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What is the mathematical or physical way to understand why the 4th and 5th components in the Georgi Galshow SU(5) model has the SU(2) doublet $(1,2,-1/2)$: $$ \begin{pmatrix} \nu\\e \end{pmatrix} $$ with left-handed $\nu$ in the 4th component and $e$ in the 5th component of $5^*$; while in the contrary, the SU(2) doublet $(3,2,1/6)$: $$ \begin{pmatrix} u\\d \end{pmatrix} $$ with the left-handed $u$ in the 5th component (column or row) and $d$ in the 4th component (column or row) of $10$?

My question is that why not the left-handed $u$ in the 4th component (column or row in the anti-symmetrix rank-5 matrix, say in Zee's book p.409 below) and $d$ in the 5th component (column or row in the anti-symmetrix rank-5 matrix, say in Zee's book p.409 below) of $10$?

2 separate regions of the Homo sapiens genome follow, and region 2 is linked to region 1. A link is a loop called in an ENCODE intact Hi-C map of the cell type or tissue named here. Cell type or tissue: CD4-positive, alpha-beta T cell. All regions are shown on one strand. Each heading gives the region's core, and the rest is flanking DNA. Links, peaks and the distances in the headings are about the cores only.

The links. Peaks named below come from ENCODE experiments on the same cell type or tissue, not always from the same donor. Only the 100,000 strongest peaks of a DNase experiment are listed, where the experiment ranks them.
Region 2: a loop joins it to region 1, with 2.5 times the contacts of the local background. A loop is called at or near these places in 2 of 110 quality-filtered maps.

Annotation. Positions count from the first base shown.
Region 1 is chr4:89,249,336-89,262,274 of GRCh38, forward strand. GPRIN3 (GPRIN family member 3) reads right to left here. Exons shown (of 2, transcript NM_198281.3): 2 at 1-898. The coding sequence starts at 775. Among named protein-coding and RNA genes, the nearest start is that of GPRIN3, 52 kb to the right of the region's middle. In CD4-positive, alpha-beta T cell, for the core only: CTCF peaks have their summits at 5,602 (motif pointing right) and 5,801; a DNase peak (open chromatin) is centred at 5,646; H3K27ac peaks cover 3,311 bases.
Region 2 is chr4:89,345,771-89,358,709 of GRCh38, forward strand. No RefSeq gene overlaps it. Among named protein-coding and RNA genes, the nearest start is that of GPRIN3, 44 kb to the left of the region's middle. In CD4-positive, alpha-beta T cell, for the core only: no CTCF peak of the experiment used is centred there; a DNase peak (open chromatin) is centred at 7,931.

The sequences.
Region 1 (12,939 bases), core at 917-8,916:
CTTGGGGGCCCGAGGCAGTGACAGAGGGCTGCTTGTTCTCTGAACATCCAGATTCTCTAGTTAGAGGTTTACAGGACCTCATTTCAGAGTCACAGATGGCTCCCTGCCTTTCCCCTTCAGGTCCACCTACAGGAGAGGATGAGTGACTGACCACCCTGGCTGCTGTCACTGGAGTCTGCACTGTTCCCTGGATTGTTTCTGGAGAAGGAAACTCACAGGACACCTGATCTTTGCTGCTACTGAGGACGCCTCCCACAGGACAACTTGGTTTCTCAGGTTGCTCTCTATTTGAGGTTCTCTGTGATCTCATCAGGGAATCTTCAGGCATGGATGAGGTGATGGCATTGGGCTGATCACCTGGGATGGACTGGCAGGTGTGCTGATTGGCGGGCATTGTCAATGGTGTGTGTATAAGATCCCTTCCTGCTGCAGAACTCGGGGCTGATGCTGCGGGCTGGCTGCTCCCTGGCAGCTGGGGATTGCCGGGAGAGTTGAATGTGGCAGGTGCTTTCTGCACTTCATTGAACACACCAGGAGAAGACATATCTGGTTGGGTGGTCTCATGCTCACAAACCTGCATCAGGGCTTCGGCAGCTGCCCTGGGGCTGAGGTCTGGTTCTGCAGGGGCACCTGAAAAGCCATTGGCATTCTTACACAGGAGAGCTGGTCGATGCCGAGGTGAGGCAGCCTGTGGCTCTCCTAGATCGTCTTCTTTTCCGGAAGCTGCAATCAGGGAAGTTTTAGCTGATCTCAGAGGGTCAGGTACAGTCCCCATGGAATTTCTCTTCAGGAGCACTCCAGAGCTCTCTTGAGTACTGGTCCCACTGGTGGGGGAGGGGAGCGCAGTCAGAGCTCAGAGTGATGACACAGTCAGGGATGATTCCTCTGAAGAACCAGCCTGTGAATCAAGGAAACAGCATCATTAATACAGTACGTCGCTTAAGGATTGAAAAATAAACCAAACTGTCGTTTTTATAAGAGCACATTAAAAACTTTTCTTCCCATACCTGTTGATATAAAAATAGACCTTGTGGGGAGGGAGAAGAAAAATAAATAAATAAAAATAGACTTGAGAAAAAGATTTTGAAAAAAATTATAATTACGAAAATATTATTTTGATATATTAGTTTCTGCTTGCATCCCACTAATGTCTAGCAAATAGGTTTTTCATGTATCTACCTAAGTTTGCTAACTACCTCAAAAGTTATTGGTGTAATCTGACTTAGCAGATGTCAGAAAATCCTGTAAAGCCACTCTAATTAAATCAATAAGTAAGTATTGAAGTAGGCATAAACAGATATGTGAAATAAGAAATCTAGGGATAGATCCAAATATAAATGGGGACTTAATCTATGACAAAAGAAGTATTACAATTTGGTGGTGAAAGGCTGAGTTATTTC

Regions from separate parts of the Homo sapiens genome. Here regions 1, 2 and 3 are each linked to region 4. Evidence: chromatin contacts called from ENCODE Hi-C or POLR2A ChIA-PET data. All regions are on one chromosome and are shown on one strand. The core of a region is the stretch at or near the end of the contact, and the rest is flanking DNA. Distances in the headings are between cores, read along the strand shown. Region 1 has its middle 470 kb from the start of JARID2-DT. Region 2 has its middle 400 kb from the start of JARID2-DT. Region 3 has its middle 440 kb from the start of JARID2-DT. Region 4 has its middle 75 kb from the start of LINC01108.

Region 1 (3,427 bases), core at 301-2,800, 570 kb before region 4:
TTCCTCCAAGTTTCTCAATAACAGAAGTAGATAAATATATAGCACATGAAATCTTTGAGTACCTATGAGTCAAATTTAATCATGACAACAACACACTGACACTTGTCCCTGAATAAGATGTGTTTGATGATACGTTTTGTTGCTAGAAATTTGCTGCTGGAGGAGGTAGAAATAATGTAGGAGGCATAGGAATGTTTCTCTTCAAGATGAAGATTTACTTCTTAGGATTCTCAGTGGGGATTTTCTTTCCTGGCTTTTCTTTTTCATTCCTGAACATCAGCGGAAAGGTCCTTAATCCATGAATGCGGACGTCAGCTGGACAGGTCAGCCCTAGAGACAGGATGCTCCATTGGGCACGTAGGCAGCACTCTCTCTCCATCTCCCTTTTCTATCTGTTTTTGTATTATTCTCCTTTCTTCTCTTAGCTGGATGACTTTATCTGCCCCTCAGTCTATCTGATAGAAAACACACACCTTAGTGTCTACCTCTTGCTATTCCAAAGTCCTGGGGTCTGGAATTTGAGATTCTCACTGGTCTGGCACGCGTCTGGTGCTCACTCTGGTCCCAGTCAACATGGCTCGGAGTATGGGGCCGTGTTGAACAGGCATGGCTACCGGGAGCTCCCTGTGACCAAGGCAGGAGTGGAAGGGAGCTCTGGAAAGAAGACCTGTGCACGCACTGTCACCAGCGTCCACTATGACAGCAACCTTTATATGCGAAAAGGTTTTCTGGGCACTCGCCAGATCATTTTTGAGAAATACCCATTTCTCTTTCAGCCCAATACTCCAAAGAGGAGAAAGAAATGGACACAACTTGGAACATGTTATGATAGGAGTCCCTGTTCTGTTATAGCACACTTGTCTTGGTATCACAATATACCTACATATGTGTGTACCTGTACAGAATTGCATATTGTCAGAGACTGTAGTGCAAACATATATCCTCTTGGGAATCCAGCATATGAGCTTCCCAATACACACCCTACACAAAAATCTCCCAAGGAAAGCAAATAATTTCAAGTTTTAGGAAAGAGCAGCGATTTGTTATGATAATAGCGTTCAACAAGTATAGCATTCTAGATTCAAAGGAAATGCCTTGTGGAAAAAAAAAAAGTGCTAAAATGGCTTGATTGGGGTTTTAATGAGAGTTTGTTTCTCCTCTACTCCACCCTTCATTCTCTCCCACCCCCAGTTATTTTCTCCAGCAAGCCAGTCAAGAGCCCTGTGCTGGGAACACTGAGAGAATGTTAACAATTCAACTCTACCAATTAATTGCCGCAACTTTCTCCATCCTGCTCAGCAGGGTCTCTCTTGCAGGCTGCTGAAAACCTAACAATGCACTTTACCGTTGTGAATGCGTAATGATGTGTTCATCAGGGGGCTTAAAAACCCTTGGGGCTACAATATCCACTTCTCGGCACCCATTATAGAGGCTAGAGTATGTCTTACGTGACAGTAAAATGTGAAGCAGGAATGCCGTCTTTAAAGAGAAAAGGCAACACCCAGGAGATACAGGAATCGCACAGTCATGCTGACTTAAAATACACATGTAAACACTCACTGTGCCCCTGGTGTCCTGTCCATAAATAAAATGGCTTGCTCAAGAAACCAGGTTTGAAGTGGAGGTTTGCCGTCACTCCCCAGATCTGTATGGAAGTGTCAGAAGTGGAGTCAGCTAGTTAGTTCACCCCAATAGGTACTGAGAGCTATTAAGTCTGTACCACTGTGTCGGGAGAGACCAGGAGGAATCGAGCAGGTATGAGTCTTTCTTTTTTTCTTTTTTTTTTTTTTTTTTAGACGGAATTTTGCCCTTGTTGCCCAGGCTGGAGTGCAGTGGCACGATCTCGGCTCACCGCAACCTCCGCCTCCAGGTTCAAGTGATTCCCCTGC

My understanding is doe to the complex conjugation $$ (5 \times 5)_{asym}={10}^* $$ instead of $$ (5^* \times 5^* )_{asym}={10}. $$ But is it this the case? Would $2^*$ flips the doublet component of 2? $$ 2: \begin{pmatrix} v\\v' \end{pmatrix}\to 2^* \begin{pmatrix} v'\\v \end{pmatrix}? $$

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In contrast, we see the PDG writes in a very different manner: https://pdg.lbl.gov/2018/mobile/reviews/pdf/rpp2018-rev-guts-m.pdf

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Can we compare the two notations? Notice the contrary locations of $\nu, e, u, d$.

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